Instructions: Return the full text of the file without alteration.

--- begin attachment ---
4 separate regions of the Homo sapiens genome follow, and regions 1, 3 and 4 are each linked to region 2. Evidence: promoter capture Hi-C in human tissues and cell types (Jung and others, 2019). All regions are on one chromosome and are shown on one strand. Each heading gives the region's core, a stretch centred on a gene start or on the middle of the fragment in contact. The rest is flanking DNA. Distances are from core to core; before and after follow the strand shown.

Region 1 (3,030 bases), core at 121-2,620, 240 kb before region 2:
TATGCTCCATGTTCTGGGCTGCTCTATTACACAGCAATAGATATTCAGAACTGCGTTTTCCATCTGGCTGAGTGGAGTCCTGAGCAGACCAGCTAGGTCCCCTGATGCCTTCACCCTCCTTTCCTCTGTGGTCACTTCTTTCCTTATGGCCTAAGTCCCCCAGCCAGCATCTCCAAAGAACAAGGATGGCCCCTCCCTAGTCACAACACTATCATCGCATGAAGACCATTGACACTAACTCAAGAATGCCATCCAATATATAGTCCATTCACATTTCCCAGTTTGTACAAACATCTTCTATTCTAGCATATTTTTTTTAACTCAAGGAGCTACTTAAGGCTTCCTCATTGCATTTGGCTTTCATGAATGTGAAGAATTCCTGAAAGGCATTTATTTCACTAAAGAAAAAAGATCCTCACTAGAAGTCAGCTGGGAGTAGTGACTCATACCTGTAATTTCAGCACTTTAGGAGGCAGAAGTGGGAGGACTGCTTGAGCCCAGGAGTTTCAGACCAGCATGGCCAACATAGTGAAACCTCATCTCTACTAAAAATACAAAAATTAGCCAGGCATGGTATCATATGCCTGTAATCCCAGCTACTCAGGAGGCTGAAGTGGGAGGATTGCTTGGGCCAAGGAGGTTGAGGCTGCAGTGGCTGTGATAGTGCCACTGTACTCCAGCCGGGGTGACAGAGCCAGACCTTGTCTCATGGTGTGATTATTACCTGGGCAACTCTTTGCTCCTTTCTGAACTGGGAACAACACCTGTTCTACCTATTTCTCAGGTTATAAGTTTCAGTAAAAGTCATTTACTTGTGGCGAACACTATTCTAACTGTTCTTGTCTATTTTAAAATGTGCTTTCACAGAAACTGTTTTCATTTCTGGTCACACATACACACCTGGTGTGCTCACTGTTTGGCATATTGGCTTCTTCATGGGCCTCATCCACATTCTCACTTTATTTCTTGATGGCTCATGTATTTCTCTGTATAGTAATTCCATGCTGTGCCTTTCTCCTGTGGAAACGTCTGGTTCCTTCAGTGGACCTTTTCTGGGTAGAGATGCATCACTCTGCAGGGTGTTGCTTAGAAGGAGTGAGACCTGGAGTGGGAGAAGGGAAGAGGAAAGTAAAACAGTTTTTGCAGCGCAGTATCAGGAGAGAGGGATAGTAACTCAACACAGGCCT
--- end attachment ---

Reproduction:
4 separate regions of the Homo sapiens genome follow, and regions 1, 3 and 4 are each linked to region 2. Evidence: promoter capture Hi-C in human tissues and cell types (Jung and others, 2019). All regions are on one chromosome and are shown on one strand. Each heading gives the region's core, a stretch centred on a gene start or on the middle of the fragment in contact. The rest is flanking DNA. Distances are from core to core; before and after follow the strand shown.

Region 1 (3,030 bases), core at 121-2,620, 240 kb before region 2:
TATGCTCCATGTTCTGGGCTGCTCTATTACACAGCAATAGATATTCAGAACTGCGTTTTCCATCTGGCTGAGTGGAGTCCTGAGCAGACCAGCTAGGTCCCCTGATGCCTTCACCCTCCTTTCCTCTGTGGTCACTTCTTTCCTTATGGCCTAAGTCCCCCAGCCAGCATCTCCAAAGAACAAGGATGGCCCCTCCCTAGTCACAACACTATCATCGCATGAAGACCATTGACACTAACTCAAGAATGCCATCCAATATATAGTCCATTCACATTTCCCAGTTTGTACAAACATCTTCTATTCTAGCATATTTTTTTTAACTCAAGGAGCTACTTAAGGCTTCCTCATTGCATTTGGCTTTCATGAATGTGAAGAATTCCTGAAAGGCATTTATTTCACTAAAGAAAAAAGATCCTCACTAGAAGTCAGCTGGGAGTAGTGACTCATACCTGTAATTTCAGCACTTTAGGAGGCAGAAGTGGGAGGACTGCTTGAGCCCAGGAGTTTCAGACCAGCATGGCCAACATAGTGAAACCTCATCTCTACTAAAAATACAAAAATTAGCCAGGCATGGTATCATATGCCTGTAATCCCAGCTACTCAGGAGGCTGAAGTGGGAGGATTGCTTGGGCCAAGGAGGTTGAGGCTGCAGTGGCTGTGATAGTGCCACTGTACTCCAGCCGGGGTGACAGAGCCAGACCTTGTCTCATGGTGTGATTATTACCTGGGCAACTCTTTGCTCCTTTCTGAACTGGGAACAACACCTGTTCTACCTATTTCTCAGGTTATAAGTTTCAGTAAAAGTCATTTACTTGTGGCGAACACTATTCTAACTGTTCTTGTCTATTTTAAAATGTGCTTTCACAGAAACTGTTTTCATTTCTGGTCACACATACACACCTGGTGTGCTCACTGTTTGGCATATTGGCTTCTTCATGGGCCTCATCCACATTCTCACTTTATTTCTTGATGGCTCATGTATTTCTCTGTATAGTAATTCCATGCTGTGCCTTTCTCCTGTGGAAACGTCTGGTTCCTTCAGTGGACCTTTTCTGGGTAGAGATGCATCACTCTGCAGGGTGTTGCTTAGAAGGAGTGAGACCTGGAGTGGGAGAAGGGAAGAGGAAAGTAAAACAGTTTTTGCAGCGCAGTATCAGGAGAGAGGGATAGTAACTCAACACAGGCCT